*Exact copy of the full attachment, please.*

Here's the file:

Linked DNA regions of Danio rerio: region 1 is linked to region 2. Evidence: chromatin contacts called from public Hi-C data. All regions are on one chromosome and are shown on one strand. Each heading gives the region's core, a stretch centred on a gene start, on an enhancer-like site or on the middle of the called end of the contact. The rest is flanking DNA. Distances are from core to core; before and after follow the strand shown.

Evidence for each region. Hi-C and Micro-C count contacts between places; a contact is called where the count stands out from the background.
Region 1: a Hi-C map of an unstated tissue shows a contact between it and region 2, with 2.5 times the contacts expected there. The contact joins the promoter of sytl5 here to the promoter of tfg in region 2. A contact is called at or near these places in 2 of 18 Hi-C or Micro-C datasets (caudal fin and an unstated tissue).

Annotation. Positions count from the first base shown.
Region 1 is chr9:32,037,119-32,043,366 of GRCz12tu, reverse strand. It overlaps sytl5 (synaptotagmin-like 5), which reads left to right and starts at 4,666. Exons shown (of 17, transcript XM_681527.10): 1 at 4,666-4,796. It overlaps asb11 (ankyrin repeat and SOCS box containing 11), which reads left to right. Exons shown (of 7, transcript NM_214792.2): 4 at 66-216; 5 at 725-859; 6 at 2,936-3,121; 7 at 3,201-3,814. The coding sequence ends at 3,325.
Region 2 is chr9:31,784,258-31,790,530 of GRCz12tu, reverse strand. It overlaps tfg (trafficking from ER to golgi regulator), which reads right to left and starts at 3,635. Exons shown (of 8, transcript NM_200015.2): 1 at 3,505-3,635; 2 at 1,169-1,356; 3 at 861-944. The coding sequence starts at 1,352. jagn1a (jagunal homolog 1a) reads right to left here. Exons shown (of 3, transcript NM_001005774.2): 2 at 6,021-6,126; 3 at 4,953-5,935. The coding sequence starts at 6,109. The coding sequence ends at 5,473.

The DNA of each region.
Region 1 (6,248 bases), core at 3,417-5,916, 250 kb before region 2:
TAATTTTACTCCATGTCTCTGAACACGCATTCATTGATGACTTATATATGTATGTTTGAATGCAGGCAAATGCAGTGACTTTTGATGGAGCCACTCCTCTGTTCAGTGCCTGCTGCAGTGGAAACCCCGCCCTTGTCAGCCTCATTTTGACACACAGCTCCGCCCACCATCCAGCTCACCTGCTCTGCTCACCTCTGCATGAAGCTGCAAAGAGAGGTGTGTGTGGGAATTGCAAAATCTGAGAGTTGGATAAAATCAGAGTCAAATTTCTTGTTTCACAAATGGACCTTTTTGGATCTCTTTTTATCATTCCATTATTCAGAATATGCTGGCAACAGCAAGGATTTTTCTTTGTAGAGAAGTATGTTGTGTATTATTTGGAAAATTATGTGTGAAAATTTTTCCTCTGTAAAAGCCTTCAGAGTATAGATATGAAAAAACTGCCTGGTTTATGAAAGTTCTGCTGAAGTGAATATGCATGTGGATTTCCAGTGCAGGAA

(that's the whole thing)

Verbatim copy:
Linked DNA regions of Danio rerio: region 1 is linked to region 2. Evidence: chromatin contacts called from public Hi-C data. All regions are on one chromosome and are shown on one strand. Each heading gives the region's core, a stretch centred on a gene start, on an enhancer-like site or on the middle of the called end of the contact. The rest is flanking DNA. Distances are from core to core; before and after follow the strand shown.

Evidence for each region. Hi-C and Micro-C count contacts between places; a contact is called where the count stands out from the background.
Region 1: a Hi-C map of an unstated tissue shows a contact between it and region 2, with 2.5 times the contacts expected there. The contact joins the promoter of sytl5 here to the promoter of tfg in region 2. A contact is called at or near these places in 2 of 18 Hi-C or Micro-C datasets (caudal fin and an unstated tissue).

Annotation. Positions count from the first base shown.
Region 1 is chr9:32,037,119-32,043,366 of GRCz12tu, reverse strand. It overlaps sytl5 (synaptotagmin-like 5), which reads left to right and starts at 4,666. Exons shown (of 17, transcript XM_681527.10): 1 at 4,666-4,796. It overlaps asb11 (ankyrin repeat and SOCS box containing 11), which reads left to right. Exons shown (of 7, transcript NM_214792.2): 4 at 66-216; 5 at 725-859; 6 at 2,936-3,121; 7 at 3,201-3,814. The coding sequence ends at 3,325.
Region 2 is chr9:31,784,258-31,790,530 of GRCz12tu, reverse strand. It overlaps tfg (trafficking from ER to golgi regulator), which reads right to left and starts at 3,635. Exons shown (of 8, transcript NM_200015.2): 1 at 3,505-3,635; 2 at 1,169-1,356; 3 at 861-944. The coding sequence starts at 1,352. jagn1a (jagunal homolog 1a) reads right to left here. Exons shown (of 3, transcript NM_001005774.2): 2 at 6,021-6,126; 3 at 4,953-5,935. The coding sequence starts at 6,109. The coding sequence ends at 5,473.

The DNA of each region.
Region 1 (6,248 bases), core at 3,417-5,916, 250 kb before region 2:
TAATTTTACTCCATGTCTCTGAACACGCATTCATTGATGACTTATATATGTATGTTTGAATGCAGGCAAATGCAGTGACTTTTGATGGAGCCACTCCTCTGTTCAGTGCCTGCTGCAGTGGAAACCCCGCCCTTGTCAGCCTCATTTTGACACACAGCTCCGCCCACCATCCAGCTCACCTGCTCTGCTCACCTCTGCATGAAGCTGCAAAGAGAGGTGTGTGTGGGAATTGCAAAATCTGAGAGTTGGATAAAATCAGAGTCAAATTTCTTGTTTCACAAATGGACCTTTTTGGATCTCTTTTTATCATTCCATTATTCAGAATATGCTGGCAACAGCAAGGATTTTTCTTTGTAGAGAAGTATGTTGTGTATTATTTGGAAAATTATGTGTGAAAATTTTTCCTCTGTAAAAGCCTTCAGAGTATAGATATGAAAAAACTGCCTGGTTTATGAAAGTTCTGCTGAAGTGAATATGCATGTGGATTTCCAGTGCAGGAA